How did the client or family come to seek help for the hoarding?
The client’s son came down to help find paperwork for her CPA to do her taxes and found the house full of papers. Though they were aware she had been having money problems, as with many hoarders, she hid the problem as much as she could and they didn’t understand the full extent of the issue until they saw the home. The son took care of getting what was needed for the CPA but had to return home. He sought help from home and was referred to Aging Wisely.
First Approach to the Hoarding Problem
As with all hoarding cases, a careful and gentle approach is necessary. If a professional doesn’t understand hoarding, he/she will often fail at the first approach (it’s not an easy problem to tackle even for seasoned professionals, but knowing how to approach someone who is highly anxious about their items and deeply distressed is vital to getting anywhere with solutions).
In this case, a home visit was conducted as a possibility of getting a “housekeeper” in to help with “tidying”. The care manager used her experience with hoarding to gently work with the client toward solutions that would not overwhelm her. In this case, she would not agree to any other outside party to come in but would allow the care manager subsequent visits to help sort through the papers. The process began with client and care manager going through the mail piece-by-piece, but as the care manager built rapport and reduced the client’s anxiety, she permitted a more general “sorting” and recycling of many of the papers. It was essential that the care manager create a calming presence and discreetly handle the items chosen for recycling to minimize the anxiety-producing cues.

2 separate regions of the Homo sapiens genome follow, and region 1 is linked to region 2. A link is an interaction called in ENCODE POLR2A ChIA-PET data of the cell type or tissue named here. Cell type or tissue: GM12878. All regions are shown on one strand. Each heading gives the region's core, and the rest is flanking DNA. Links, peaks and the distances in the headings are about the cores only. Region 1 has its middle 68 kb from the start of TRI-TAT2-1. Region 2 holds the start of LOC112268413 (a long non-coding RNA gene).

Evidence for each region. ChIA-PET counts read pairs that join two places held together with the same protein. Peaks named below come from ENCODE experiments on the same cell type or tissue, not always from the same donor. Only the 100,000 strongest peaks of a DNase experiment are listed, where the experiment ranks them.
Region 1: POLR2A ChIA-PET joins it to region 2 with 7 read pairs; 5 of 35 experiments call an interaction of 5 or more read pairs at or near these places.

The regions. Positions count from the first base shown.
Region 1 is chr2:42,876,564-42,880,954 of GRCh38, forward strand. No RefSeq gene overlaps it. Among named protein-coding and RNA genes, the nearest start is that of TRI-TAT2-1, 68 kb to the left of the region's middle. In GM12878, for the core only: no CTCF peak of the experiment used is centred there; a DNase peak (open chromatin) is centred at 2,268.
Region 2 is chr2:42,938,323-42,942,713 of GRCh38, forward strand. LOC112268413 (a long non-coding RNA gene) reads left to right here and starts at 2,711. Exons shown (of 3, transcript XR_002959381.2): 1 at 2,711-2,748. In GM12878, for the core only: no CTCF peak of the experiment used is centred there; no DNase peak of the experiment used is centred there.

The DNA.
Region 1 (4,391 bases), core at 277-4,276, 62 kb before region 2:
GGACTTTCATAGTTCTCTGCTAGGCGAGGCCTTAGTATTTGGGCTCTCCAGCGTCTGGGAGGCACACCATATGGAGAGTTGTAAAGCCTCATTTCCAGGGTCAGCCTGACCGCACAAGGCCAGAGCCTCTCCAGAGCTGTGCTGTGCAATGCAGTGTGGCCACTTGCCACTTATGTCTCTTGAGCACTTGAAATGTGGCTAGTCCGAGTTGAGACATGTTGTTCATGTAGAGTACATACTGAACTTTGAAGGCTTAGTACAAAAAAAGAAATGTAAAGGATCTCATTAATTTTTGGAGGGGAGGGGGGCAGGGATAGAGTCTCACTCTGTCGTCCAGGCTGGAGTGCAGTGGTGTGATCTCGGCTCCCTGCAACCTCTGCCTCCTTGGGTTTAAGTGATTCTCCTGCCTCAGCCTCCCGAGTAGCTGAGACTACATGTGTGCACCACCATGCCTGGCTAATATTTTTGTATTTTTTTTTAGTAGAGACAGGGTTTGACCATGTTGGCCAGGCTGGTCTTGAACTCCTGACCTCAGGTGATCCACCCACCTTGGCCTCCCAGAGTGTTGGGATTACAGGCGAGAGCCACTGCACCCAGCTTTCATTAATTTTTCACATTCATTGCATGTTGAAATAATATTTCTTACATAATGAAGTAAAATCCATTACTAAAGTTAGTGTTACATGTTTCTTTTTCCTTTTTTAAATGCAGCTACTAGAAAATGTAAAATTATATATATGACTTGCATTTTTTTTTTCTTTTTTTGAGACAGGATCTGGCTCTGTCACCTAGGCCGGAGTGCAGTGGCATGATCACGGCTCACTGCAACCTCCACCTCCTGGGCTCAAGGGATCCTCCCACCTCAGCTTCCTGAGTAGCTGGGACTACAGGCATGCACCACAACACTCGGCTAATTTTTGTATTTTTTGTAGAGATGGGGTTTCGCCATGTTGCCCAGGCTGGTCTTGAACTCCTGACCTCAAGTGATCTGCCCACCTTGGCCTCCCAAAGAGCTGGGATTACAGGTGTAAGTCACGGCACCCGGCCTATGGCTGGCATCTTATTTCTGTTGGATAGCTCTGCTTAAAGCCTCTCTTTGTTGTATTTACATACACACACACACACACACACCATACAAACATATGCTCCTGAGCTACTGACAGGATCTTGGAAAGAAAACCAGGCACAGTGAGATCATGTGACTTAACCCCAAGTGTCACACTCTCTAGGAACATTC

Time was the biggest challenge in this case because so much work was needed, and there was not much money to fund care management assistance. In other cases, we have been able to bring in partners and/or get a client medical/psychological help but in this case only the gentlest approach would work and the client refused outside help.
The care manager made attempts to take the client off mailing lists, but the volume of mail (and continually being added to more lists) was staggering. The volume of papers was being reduced slightly, but more and more were being delivered. In other cases, the care manager has been able to convince the client to permit a change of address to redirect mail, but this client refused.